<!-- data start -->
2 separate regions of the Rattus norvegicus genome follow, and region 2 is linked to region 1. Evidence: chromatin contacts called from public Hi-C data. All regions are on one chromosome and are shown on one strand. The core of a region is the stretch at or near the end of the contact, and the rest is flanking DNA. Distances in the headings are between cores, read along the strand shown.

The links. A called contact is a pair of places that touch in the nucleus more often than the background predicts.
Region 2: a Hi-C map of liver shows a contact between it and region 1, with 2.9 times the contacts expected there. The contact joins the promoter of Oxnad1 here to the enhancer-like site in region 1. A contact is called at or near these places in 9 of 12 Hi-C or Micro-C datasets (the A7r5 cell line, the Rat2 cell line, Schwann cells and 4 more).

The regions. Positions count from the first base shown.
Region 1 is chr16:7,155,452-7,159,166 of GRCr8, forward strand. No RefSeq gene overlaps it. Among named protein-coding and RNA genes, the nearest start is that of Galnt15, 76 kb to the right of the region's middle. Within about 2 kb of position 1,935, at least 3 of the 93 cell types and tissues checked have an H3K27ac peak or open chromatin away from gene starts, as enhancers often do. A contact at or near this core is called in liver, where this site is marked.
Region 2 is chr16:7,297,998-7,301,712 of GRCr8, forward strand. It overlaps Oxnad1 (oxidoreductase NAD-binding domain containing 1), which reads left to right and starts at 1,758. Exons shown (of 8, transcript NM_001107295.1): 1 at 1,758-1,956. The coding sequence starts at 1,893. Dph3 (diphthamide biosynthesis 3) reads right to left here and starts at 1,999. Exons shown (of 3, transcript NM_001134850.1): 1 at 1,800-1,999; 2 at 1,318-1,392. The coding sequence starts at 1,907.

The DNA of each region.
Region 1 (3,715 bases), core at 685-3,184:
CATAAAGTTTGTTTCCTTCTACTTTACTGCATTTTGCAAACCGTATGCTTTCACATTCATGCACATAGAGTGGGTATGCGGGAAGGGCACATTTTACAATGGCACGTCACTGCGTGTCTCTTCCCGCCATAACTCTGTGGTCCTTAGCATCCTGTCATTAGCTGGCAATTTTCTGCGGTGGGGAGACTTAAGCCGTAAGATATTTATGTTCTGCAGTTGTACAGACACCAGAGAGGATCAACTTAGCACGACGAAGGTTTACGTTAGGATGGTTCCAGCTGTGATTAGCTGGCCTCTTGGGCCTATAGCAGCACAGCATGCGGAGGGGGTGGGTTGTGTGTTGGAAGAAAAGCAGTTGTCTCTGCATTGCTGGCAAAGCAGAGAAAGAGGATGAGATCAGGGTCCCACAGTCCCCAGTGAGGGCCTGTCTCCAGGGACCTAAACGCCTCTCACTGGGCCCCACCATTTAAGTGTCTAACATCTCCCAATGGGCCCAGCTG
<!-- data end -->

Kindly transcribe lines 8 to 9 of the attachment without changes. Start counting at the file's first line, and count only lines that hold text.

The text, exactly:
Region 1 (3,715 bases), core at 685-3,184:
CATAAAGTTTGTTTCCTTCTACTTTACTGCATTTTGCAAACCGTATGCTTTCACATTCATGCACATAGAGTGGGTATGCGGGAAGGGCACATTTTACAATGGCACGTCACTGCGTGTCTCTTCCCGCCATAACTCTGTGGTCCTTAGCATCCTGTCATTAGCTGGCAATTTTCTGCGGTGGGGAGACTTAAGCCGTAAGATATTTATGTTCTGCAGTTGTACAGACACCAGAGAGGATCAACTTAGCACGACGAAGGTTTACGTTAGGATGGTTCCAGCTGTGATTAGCTGGCCTCTTGGGCCTATAGCAGCACAGCATGCGGAGGGGGTGGGTTGTGTGTTGGAAGAAAAGCAGTTGTCTCTGCATTGCTGGCAAAGCAGAGAAAGAGGATGAGATCAGGGTCCCACAGTCCCCAGTGAGGGCCTGTCTCCAGGGACCTAAACGCCTCTCACTGGGCCCCACCATTTAAGTGTCTAACATCTCCCAATGGGCCCAGCTG